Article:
The United Kingdom’s Institude of Directors (IoD) has commissioned a report into Britain’s Space Industry.  The report called Space: Britain’s New Space Infrastructure  notes how well the space business is doing in the United Kingdom.  While it reports that this is mainly on the back of “downstream” activities like satellite television and space insurance, it also states that Britain has found itself a successful niche role in spacecraft manufacturing via  Astrium and Surrey Satelltie Technology Limited (both firms are owned by EADS).   

As it notes the growth of commercial orbital and suborbital space launch providers in the world, and reports the UK firm Reaction Engines’ progress with its Skylon spaceplane technology studies (this writer is a small shareholder in the firm) the report has called for the construction of a spaceport with an extra long runway in the UK to allow it and other reusable launch operators to use.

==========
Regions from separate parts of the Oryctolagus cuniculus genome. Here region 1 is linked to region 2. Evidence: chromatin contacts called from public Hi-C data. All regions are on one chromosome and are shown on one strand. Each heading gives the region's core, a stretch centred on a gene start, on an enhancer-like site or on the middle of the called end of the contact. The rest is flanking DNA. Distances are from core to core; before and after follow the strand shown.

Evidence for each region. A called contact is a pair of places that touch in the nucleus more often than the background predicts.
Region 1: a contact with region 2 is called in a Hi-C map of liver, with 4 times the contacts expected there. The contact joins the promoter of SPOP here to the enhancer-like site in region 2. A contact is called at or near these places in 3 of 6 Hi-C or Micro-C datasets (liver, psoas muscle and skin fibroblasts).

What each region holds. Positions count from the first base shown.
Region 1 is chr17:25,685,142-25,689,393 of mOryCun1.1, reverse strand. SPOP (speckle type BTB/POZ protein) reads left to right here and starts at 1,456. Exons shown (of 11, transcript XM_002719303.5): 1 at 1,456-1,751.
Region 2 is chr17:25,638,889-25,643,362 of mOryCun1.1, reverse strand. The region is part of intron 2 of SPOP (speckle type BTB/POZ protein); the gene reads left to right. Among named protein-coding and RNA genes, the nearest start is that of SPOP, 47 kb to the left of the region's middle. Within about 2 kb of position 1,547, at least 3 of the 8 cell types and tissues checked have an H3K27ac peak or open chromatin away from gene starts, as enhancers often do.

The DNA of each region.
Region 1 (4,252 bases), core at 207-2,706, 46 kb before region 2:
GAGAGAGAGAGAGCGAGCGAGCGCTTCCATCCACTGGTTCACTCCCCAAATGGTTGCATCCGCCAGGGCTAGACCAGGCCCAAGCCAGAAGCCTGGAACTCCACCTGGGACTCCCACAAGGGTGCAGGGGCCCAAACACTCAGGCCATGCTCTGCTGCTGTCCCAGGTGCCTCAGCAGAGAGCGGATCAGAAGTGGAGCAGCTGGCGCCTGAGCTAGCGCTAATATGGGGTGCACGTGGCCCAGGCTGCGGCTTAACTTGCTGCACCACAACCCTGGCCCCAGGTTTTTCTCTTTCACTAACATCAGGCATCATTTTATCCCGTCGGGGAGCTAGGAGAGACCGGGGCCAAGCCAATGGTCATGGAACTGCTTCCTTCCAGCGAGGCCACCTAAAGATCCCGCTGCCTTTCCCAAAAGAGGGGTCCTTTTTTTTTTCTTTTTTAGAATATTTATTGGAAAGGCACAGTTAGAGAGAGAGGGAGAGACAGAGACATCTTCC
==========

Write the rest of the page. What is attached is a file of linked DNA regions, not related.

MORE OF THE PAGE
Comment by David Todd:  This spaceport idea is probably a good one but it should be built on UK territory rather than on the UK mainland.  While Scotland could be used as a launch site for polar and sun-synchronous missions (northbound flights would not overfly any built up areas)  for most other orbits it is important to be as close to the equator as possible (this increases the velocity boost from the Earth’s spin – for Eastbound flights – and reduces the amout of orbital inclination needed for removal for those boosted satellite missions heading for geostationary Earth orbit – GEO).  As such the UK’s territory of Ascension Island in the Atlantic would be ideal for a space port/launch site.  And it could also be used for polar/sun-synchronous flights as well.

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